A-Town Showdown (ATS) / Photo by Brammhi Balarajan

A-Town Showdown Brings South Asian Representation, Community to Atlanta

When Minnesota Junoon’s intro video featured a ragtag group of friends searching desperately for fast food, the entire audience laughed when the friends finally came across the gleaming lights of the Taco Bell sign. Most people would not have been so enraptured, but for South Asian Americans, it’s a love language.


A-Town Showdown (ATS), a premium dance competition that featured Raas-Garba and fusion dance teams, brought dance teams from across the country to perform on February 12. A total of 16 South Asian dance teams performed.


Penn Raas kicked off the show with high kicks, setting the tone for the night. NCSU Nazaare meshed story and dance together effortlessly, with a dancer dressed as Beck from the Netflix show “You” being trapped in a giant prop transformed into a cage. Michigan Wolveraas danced around a giant blender and fridge, hitting the floor as a dancer cracked a prop crafted into a giant egg. Whether ridiculous or serious, story-heavy or choreography-focused, each performance represented a blending of cultures and traditions.


Raas-Garba reflects the modern and the traditional, a glimpse into the contrarian yet comforting feeling that embodies South Asian American identity. It merges the distinct identities into one, with each aspect enhancing the other and fitting together seamlessly. While its roots lie in the traditional dance, the Raas-Garba we see today at dance competitions is the product of college students’ redefinition of the dance form. The staples of the performance — from the neck-breaking head movements to the seamless weaving of formations — were standardized and perfected at the collegiate level for the first time.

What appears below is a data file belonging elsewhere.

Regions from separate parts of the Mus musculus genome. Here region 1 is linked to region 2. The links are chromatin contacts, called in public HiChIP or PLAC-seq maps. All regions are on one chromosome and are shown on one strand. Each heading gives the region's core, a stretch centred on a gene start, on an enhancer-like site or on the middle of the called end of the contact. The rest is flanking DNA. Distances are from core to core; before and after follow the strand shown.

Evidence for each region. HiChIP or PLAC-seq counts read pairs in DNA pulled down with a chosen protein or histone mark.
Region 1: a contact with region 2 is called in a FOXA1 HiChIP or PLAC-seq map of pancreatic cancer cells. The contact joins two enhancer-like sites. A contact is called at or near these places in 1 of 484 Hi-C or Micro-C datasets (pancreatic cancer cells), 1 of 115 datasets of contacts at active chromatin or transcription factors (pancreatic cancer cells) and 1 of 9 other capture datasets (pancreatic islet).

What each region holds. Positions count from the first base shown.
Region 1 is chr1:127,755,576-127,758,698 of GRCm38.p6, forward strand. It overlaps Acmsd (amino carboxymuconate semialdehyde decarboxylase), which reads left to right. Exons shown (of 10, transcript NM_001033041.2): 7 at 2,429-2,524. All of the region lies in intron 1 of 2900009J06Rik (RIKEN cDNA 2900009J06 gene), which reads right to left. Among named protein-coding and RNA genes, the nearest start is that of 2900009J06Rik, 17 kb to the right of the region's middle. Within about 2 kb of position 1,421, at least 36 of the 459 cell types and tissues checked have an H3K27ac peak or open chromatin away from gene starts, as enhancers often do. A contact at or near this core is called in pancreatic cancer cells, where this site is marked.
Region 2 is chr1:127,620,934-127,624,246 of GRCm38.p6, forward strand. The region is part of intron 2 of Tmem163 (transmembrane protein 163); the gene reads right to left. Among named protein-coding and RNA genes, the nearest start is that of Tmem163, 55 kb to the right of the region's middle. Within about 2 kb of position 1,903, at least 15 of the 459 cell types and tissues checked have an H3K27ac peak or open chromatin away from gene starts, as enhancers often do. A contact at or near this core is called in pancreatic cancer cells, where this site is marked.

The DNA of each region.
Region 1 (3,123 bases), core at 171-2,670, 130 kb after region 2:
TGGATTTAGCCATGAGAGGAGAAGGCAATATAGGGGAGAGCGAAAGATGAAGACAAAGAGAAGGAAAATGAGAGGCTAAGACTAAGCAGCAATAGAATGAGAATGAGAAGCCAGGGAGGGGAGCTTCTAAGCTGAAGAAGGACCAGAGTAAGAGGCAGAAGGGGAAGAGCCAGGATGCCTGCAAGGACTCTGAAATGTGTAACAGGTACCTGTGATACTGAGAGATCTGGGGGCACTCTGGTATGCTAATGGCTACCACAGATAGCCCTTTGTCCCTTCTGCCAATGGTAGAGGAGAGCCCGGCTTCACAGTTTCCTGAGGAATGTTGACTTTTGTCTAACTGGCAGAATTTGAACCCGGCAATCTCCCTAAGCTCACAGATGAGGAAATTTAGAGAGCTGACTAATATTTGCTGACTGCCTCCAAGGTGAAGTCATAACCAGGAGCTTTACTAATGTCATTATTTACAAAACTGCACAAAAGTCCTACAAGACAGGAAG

The Asian American community as a whole is often treated as a monolith, despite the fact that the community holds the largest income gap. In fact, the community as a whole is exceedingly diverse in languages, socioeconomic status, cultural traditions, and many other facets. But dance teams provide South Asian American college students to bring together two different parts of their identity — the traditional connection to their culture with Bollywood or Raas-Garba dance with an American influence on the storyline themes.


For many South Asian American dancers, attending dance competitions is a way to meet people outside their bubble. Chirag Jain, a member of Minnesota Junoon, noted he’s been able to “learn more about different cultures within the diaspora itself.” While there can also be pitfalls, such as judgment on how cultured you are, he reflected that “everyone meets people that they end up knowing long term, and it’s a life-changing experience.”


A-Town Showdown also featured greater queer visibility this year. Duke DBS Raas’s Frankenstein theme showcased a lesbian couple in the intro and a wedding skit during the performance. As a part of their training, ATS liaisons underwent inclusivity and sensitivity training, reading firsthand accounts of queer experiences. This year, as part of its fundraising initiatives, ATS also raised money for Callisto, a nonprofit organization that raises money to support sexual assault survivors on college campuses.


Double steps and dandiya spins aren’t the traditional mode to bring stories about Paris or the Mafia to life. But Raas-Garba embodies an intersectional approach to dance that melds art forms and above all, tells stories.